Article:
Shitsurei desu ga...

Posted on December 10, 2005 | evankirby

Sometimes the implied meaning of words can be very different from the stated meaning.
A friend of ours in Japan, on a recent visit to the offices of another company, asked the receptionist, "Kobayashi Hiroko, onegai shimasu" ("Please get me Hiroko Kobayashi"), only to be told, "Shitsurei desu ga..." ("Excuse me..."). Thinking that she hadn't been able to catch the name of the person he was looking for, he repeated himself. She laughed a little, and said "Onamae wa nan desu ka?" ("What's your name?").
In this case, the Japanese phrase "Shitsurei desu ga" (literally, "it's rude, but") implied something like "Excuse me for being so rude, but who should I say is asking for her?" This is just one of the many situations in Japan where just being able to understand the spoken words is not enough - to communicate successfully, you have to understand the cultural background, and hear the unspoken words as well as the spoken. This is a major part of our approach at GenkiJACS (the "C" stands for "Culture"!), and the reason we offer a cultural component to all our courses. Words alone are nearly meaningless - cultural context, it could be argued, can change everything...

If I'd just been two inches shorter, it'd all have been so different

Posted on December 07, 2005 | evankirby

One of the hardest things for students of English as a second language is the subjunctive mood, especially talking about what might have been. Just look at the grammar of the title of this post: If I had been X, Y would have been Z. And that's with the simplest of all verbs, "to be"! Because of this, many non-native speakers will simply avoid saying sentences with the subjunctive in them, as there's just no time to get the grammar right when speaking... Another result of this is that many students of Japanese avoid using the subjunctive even when speaking Japanese.
However, the truth is that in Japanese, sentences about what could have been are extremely easy! For example, a current advert for a Japanese newspaper shows a serious-looking student, and the caption "If I hadn't read the newspaper, this would have been a pretty boring day." In Japanese, "Shimbun wo yomanakattara, kyou ha taikutsu na ichinichi datta." Transliterated to English, this is something like "Newspaper (object marker) if don't read, today (topic marker) boring day was." The fact that the speaker did read the newspaper and so this wasn't a boring day (i.e., that the sentence is expressing what could have been), is all held in the suffix "ttara", "if". If we change just that part, for example to "node" (meaning "therefore"), the meaning of the whole sentence changes: "I didn't read the newspaper, so this was a pretty boring day." ("Shimbun wo yomanakatta node, kyou ha taikutsu na ichinichi datta.")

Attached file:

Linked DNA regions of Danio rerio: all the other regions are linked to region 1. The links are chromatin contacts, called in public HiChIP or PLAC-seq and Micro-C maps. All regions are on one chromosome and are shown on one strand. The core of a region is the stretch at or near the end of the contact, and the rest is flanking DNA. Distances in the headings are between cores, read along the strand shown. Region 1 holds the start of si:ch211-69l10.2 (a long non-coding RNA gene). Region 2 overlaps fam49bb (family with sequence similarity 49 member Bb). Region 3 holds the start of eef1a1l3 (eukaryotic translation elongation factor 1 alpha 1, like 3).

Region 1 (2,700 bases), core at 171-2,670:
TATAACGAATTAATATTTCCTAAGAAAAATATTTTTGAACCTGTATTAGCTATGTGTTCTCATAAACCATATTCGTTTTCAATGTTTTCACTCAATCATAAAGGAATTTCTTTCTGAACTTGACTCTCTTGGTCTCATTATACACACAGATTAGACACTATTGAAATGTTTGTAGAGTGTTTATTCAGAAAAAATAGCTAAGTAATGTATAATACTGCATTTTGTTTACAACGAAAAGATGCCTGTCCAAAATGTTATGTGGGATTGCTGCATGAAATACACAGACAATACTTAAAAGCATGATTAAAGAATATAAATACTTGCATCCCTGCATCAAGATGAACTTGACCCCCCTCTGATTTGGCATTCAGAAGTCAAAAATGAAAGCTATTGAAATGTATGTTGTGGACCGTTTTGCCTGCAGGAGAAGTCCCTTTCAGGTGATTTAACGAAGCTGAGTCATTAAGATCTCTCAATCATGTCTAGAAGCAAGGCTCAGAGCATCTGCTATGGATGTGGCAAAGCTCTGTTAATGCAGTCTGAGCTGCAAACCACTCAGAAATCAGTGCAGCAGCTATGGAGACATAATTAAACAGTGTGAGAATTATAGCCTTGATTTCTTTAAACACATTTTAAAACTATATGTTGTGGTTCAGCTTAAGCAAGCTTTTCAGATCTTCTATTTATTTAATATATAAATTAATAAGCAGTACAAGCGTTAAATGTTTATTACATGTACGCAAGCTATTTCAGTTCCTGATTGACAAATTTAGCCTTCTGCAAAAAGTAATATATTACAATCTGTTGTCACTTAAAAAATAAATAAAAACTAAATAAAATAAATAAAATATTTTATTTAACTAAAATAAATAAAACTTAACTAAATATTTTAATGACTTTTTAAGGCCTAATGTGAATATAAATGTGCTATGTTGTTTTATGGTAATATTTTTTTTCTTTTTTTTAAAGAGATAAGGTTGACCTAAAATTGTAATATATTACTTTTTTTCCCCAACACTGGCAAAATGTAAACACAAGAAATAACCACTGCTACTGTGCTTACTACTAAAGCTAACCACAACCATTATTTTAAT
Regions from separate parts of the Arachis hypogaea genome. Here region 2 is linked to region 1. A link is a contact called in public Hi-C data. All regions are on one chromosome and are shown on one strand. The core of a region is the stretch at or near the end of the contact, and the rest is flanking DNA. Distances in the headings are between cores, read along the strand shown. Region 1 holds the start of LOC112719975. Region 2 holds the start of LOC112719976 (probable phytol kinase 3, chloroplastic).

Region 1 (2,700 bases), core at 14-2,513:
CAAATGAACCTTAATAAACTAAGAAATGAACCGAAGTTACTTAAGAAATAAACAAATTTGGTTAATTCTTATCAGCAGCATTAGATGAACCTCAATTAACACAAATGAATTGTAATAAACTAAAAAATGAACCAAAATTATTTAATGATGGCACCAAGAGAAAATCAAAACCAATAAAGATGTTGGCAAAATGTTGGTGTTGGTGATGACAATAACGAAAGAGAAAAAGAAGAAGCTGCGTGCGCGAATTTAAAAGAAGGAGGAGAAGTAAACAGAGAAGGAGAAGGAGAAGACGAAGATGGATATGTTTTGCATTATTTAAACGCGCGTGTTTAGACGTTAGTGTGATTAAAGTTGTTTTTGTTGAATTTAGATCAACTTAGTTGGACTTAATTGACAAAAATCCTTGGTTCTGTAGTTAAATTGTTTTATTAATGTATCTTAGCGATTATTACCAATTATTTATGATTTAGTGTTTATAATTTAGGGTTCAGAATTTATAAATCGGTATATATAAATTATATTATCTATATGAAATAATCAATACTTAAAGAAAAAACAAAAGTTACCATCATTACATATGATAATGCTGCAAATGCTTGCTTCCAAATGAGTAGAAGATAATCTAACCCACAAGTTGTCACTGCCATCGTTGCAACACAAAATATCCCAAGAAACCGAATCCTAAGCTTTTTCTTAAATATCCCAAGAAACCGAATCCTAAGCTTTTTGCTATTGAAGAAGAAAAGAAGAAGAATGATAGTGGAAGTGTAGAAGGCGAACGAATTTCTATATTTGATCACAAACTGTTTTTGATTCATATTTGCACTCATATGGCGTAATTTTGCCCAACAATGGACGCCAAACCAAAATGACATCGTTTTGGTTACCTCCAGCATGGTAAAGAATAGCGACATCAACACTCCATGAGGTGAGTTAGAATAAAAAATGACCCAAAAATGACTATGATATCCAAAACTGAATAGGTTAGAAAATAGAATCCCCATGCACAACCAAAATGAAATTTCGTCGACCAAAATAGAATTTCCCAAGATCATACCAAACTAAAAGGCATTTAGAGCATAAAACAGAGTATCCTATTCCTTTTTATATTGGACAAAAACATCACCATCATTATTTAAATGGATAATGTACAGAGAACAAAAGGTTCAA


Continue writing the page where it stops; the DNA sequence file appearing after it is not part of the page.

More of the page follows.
Isn't that simple? Notice how much the English changed between those two sentences, for comparison. It's often hard for native speakers of English to grasp the simplicity of this sentence pattern, and we see students trying to make sentences that are as complex as the corresponding English. But there's really no need! Sometimes simple really is best.

Be careful of the word "toru"!

Posted on December 03, 2005 | evankirby

Tonight, a quick Japanese tip from our head teacher, Rie. As everyone knows, Japanese is very different from English, and one of the biggest mistakes people make is assuming that expressions in English can also be used in Japanese:
When I used to go out with this guy from U.S., we often went for a drive in his car. He was so sweet that he always came to pick me up after work. However, he didn't know how to say "I'm coming to pick you up!" in Japanese. He used to say "ore ga kuruma de tori ni iku yo!" ("I'll come and take you."). Can you imagine what we feel like when somebody says that? The word "tori" is only used for taking objects, not people. I used to feel like I was a thing- "mono". Everytime he said that I asked him back "Then where do you want to put me?"
I don't know when he learned the right word for it, but now he says "ore ga mukaeni iku yo!" ("I'll come and get you"). Much better!
Make sure you don't make the same mistake! "toru" is for objects, "mukaeru" means to pick someone up, or come and get them.